A recent surge in COVID-19 cases is derailing Canadian banks’ plans to bring employees back to offices, with one lender even asking some workers who had already returned to go back home.
Canada is now facing about 5,000 new COVID-19 cases a day, prompting provinces and cities including Toronto -- home to the country’s five biggest banks -- to implement new restrictions to limit the virus spread. Even Prime Minister Justin Trudeau recently returned to working from home in an attempt to set a national tone of caution.
Bank of Montreal and Canadian Imperial Bank of Commerce are extending work-from-home plans for some employees until at least April, while National Bank of Canada is prolonging such measures for corporate-office staff until the end of June. Toronto-Dominion Bank hasn’t set a firm date for a return, but said in a memo last week that most people working from home won’t come back “until at least the spring.”
Royal Bank of Canada even encouraged employees who had gone back to offices to return to working at home as of Nov. 16, according to a memo from Chief Human Resources Officer Helena Gottschling. Canada’s second-largest lender by assets said it will continue pre-screening and requiring masks and distancing for those who can’t work remotely.
“For those in critical roles that cannot be done from home and who are working on premises today, please continue to work on site,” Gottschling said in the Nov. 12 memo. “Our ongoing protocols will continue to protect employees’ health and safety in the workplace.”
The bank hasn’t set a firm time for employees to return. Royal Bank also delayed plans to have employees retrieve personal items from work sites in and around Toronto until further notice.
Bank of Nova Scotia also hasn’t set a specific time for office employees to return because of “uncertainty around how the COVID-19 pandemic will unfold in the coming months,” according to a spokesman. Canada’s third-biggest bank said workers will receive at least four weeks notice before being asked to return.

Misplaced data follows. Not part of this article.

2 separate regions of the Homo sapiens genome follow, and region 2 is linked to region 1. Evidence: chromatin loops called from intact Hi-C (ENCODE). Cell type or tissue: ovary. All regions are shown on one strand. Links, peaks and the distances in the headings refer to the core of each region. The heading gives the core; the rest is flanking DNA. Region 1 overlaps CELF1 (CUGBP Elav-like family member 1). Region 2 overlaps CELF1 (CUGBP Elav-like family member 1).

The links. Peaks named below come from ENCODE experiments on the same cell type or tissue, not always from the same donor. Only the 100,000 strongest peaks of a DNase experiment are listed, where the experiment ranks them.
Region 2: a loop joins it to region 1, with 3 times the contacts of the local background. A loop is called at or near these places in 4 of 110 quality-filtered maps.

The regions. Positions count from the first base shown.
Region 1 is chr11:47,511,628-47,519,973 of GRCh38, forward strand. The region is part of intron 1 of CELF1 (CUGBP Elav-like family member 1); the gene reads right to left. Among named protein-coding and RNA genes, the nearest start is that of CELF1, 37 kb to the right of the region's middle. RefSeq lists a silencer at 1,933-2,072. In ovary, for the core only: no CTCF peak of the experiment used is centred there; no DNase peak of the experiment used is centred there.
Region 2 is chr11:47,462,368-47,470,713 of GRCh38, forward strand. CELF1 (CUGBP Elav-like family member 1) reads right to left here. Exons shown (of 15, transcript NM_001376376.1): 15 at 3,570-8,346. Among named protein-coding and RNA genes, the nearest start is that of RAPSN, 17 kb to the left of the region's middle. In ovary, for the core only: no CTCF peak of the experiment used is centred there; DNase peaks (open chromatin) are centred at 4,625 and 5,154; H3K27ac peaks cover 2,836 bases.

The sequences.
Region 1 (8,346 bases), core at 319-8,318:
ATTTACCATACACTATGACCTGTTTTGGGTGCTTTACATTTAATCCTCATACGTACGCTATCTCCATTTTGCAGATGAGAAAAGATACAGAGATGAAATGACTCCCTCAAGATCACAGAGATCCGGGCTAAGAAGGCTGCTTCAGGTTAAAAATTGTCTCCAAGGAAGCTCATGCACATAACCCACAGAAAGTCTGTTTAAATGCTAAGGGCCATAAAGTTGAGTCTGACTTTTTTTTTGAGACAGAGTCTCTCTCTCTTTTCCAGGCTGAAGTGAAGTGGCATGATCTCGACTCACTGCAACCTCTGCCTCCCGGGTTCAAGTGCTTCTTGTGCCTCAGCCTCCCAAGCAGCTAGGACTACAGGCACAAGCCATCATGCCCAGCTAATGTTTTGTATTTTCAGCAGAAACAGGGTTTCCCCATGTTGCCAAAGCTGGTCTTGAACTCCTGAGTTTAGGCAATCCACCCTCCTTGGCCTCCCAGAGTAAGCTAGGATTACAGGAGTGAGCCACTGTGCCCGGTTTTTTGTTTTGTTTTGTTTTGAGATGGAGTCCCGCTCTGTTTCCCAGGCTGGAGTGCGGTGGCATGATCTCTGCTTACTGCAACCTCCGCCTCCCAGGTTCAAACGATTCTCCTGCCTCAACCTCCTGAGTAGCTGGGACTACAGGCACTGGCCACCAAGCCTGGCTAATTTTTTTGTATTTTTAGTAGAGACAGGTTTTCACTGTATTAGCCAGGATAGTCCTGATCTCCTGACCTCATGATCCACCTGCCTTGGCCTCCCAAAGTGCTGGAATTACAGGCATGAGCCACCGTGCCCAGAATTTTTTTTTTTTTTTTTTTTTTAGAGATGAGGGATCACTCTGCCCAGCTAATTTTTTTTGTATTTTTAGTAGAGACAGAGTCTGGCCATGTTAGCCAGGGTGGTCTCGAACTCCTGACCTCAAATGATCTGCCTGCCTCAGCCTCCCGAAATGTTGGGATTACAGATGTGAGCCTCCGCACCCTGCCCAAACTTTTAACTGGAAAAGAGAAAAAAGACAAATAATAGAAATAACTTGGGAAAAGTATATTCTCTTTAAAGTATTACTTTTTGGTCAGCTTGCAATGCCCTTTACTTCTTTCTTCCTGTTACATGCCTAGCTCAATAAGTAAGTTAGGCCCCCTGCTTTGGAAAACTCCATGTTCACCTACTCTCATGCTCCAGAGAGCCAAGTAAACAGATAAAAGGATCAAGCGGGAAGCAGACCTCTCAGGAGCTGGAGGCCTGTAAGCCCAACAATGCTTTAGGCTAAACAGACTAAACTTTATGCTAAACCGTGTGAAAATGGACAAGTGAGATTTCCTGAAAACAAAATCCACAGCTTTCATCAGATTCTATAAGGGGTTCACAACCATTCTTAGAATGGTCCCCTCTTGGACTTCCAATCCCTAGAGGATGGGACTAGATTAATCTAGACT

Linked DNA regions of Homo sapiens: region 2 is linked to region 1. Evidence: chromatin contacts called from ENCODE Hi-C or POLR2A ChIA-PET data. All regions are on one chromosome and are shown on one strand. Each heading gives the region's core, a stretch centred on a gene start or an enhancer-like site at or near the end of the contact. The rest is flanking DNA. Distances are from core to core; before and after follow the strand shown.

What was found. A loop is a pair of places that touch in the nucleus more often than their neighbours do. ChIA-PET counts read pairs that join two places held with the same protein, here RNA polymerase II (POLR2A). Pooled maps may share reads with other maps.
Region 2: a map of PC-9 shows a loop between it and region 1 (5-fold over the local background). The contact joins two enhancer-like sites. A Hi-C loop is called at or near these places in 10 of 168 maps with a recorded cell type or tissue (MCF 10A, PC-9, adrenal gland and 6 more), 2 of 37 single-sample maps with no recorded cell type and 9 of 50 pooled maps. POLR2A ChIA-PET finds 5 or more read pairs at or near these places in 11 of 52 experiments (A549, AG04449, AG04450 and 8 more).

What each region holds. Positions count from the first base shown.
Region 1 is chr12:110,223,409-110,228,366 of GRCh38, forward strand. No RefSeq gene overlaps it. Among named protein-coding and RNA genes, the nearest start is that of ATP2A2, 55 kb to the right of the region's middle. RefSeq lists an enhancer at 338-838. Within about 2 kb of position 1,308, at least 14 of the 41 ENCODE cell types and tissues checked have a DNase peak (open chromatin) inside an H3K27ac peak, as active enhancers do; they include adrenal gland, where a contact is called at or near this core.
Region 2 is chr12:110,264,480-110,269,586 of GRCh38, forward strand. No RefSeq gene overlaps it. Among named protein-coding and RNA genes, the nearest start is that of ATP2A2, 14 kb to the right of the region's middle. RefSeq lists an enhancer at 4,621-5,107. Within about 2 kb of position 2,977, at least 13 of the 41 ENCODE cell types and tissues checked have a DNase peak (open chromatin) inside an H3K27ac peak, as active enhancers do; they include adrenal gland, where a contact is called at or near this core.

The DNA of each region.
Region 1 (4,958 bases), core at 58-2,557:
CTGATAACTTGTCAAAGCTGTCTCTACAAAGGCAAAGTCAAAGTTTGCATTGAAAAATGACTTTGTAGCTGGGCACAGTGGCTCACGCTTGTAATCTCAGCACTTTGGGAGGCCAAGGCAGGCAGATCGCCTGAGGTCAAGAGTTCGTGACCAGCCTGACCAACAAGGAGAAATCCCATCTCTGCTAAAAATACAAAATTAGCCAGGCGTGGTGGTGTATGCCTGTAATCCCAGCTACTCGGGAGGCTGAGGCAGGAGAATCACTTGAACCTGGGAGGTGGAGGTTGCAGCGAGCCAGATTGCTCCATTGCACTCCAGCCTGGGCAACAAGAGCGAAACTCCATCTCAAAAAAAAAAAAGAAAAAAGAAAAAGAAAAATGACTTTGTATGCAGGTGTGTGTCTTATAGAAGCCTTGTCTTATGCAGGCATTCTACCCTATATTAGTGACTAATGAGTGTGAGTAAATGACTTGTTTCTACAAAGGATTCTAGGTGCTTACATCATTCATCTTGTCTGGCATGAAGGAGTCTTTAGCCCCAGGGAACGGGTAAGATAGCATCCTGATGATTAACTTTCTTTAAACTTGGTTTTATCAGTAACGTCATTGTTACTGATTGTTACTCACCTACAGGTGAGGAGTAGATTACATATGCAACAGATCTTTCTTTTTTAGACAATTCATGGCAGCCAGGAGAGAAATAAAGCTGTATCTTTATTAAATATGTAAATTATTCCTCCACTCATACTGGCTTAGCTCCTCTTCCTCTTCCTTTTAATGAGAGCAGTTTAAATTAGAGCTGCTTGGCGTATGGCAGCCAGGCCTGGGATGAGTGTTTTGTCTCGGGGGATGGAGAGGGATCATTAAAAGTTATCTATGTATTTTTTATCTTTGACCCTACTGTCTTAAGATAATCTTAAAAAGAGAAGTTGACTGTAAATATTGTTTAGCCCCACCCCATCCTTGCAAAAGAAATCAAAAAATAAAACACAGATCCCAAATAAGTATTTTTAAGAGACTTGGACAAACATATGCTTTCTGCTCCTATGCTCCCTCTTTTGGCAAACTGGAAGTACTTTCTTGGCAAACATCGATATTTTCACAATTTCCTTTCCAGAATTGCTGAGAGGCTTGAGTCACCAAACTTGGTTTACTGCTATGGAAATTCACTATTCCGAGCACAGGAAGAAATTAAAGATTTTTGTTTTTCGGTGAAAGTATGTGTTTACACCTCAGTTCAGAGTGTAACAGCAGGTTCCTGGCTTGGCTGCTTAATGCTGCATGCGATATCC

Bank of Montreal doesn’t “foresee any broad-based changes for employees who are currently working from home any sooner than April 2021, unless a specific business need exists,” the company said in an emailed statement. The country’s fourth-largest lender previously said workers would remain out of the office until the end of this year. The bank will give employees 30 days notice before asking them to return.
The decision by Montreal-based National Bank to extend work from home until June 30 was for “containing the spread of the virus and giving as much clarity as possible to parents up to the end of the school year,” spokesman Claude Breton said in an email.
Most CIBC employees who are already working off-site will continue to do so until at least April, Sandy Sharman, the executive who oversees human resources, said Wednesday in a memo to staff. The bank originally advised employees they’d be working from home until at least the end of the year.
CIBC, Canada’s fifth-largest lender, said it will give workers at least four-weeks’ notice before asking them back, Sharman said in the memo. The bank had planned to start relocating employees to its freshly built new headquarters at CIBC Square by the end of the year.
“With the majority of our team members working from home seamlessly, we have the flexibility to align our decisions and timing around our long-term real estate plans, including CIBC Square, and the guidance we receive from local governments and public health authorities,” she said.